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"...a common observation, that few are mended by imprisonment,
and that he, whose crimes have made confinement necessary, seldom
makes any other use of his enlargement, than to do, with greater
cunning, what he did before with less."
Johnson: The False Alarm
1,527. Jail; Virtue
"Virtue is uncommon in all the classes of humanity; and I suppose
it will scarcely be imagined more frequent in a prison than in
other places. Yet..."
Johnson: Adventurer #62 (June 9, 1753)
"The misery of gaols is not half their evil: they are filled with
every corruption which poverty and wickedness can generate
between them; with all the shameless and profligate enormities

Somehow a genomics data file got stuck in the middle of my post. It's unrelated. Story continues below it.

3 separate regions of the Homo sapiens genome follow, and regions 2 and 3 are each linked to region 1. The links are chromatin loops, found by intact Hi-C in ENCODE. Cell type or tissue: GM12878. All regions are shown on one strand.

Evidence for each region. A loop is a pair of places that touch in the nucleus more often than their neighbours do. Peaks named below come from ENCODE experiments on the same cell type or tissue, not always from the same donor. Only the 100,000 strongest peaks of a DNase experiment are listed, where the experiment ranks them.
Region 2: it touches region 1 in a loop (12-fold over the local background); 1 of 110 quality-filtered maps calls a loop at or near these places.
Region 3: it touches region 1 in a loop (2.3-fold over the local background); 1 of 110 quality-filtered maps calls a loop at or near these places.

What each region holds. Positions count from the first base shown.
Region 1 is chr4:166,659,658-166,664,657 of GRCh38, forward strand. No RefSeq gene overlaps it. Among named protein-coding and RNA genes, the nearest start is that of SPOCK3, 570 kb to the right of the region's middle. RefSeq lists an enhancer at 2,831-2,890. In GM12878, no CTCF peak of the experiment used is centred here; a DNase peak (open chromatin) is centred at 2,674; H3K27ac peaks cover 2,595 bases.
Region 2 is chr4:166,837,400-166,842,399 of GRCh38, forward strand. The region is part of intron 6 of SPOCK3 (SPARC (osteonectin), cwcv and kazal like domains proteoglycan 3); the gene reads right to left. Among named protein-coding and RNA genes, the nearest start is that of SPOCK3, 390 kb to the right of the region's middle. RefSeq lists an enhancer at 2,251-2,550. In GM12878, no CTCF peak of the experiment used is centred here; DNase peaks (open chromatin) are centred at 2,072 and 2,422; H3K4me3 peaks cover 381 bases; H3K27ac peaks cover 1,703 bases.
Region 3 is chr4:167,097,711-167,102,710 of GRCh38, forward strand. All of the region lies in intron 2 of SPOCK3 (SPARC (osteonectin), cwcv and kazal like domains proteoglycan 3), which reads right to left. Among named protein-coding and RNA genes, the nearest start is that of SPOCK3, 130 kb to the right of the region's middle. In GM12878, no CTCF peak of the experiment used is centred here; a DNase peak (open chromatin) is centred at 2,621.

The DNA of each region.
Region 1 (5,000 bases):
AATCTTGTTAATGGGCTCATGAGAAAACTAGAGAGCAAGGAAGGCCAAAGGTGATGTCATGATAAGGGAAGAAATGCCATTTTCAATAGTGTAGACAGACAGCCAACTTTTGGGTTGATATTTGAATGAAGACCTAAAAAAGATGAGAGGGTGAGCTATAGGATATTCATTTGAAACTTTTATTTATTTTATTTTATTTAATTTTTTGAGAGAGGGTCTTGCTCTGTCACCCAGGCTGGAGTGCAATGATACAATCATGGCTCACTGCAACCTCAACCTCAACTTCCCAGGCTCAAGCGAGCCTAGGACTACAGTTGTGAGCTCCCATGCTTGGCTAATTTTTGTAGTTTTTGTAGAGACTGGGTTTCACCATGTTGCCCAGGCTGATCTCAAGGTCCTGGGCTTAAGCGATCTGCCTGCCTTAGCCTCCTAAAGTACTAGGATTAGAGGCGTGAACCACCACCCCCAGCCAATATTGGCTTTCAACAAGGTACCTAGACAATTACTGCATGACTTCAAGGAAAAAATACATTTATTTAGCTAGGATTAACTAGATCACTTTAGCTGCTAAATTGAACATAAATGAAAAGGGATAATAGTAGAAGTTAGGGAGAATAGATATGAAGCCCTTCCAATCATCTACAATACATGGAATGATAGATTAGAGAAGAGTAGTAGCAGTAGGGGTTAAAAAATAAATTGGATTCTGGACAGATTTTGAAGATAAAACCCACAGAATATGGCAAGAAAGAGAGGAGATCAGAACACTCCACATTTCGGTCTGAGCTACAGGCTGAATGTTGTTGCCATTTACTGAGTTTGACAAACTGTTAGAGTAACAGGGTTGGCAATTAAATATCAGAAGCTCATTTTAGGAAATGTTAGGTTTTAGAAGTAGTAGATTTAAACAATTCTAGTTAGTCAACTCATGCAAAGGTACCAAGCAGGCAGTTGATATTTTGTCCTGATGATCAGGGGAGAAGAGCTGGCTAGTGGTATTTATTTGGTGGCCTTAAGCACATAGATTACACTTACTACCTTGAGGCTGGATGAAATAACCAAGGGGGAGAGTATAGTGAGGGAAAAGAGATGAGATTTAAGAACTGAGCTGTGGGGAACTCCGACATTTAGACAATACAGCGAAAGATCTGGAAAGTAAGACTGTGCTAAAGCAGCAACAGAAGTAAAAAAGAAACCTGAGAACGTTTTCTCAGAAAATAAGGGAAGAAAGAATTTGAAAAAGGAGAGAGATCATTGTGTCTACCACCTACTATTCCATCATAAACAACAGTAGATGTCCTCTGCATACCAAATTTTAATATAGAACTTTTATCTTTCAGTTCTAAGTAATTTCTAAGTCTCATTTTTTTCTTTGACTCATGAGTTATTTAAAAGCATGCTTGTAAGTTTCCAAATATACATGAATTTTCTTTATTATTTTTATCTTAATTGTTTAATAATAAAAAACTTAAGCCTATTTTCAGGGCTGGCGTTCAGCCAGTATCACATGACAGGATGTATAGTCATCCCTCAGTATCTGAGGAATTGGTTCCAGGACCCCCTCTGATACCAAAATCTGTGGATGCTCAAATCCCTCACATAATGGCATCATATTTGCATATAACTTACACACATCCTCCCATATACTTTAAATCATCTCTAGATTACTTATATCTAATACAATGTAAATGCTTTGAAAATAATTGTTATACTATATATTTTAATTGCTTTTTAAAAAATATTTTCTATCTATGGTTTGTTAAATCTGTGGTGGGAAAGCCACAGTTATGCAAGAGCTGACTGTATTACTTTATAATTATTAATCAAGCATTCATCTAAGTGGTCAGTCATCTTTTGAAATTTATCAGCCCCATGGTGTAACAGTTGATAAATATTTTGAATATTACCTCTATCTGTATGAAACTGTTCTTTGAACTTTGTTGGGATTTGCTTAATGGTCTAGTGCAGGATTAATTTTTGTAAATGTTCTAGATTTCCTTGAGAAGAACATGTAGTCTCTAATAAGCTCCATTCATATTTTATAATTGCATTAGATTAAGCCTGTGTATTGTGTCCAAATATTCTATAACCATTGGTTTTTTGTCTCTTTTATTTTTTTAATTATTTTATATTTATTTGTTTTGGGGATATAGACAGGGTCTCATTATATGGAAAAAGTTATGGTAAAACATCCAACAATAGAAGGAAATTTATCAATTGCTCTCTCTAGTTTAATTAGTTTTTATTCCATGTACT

that can be produced by the impudence of ignominy, the rage of
want, and the malignity of despair. In a prison, the awe of the
publick eye is lost, and the power of the law is spent; there are
few fears, there are no blushes. The lewd inflame the lewd, the
audacious harden the audacious. Every one fortifies himself as he
can against his own sensibility, endeavours to practice on others
the arts which are practised on himself; and gains the kindness
of his associates by similitude of manners."
Johnson: Idler #38 (January 6, 1759)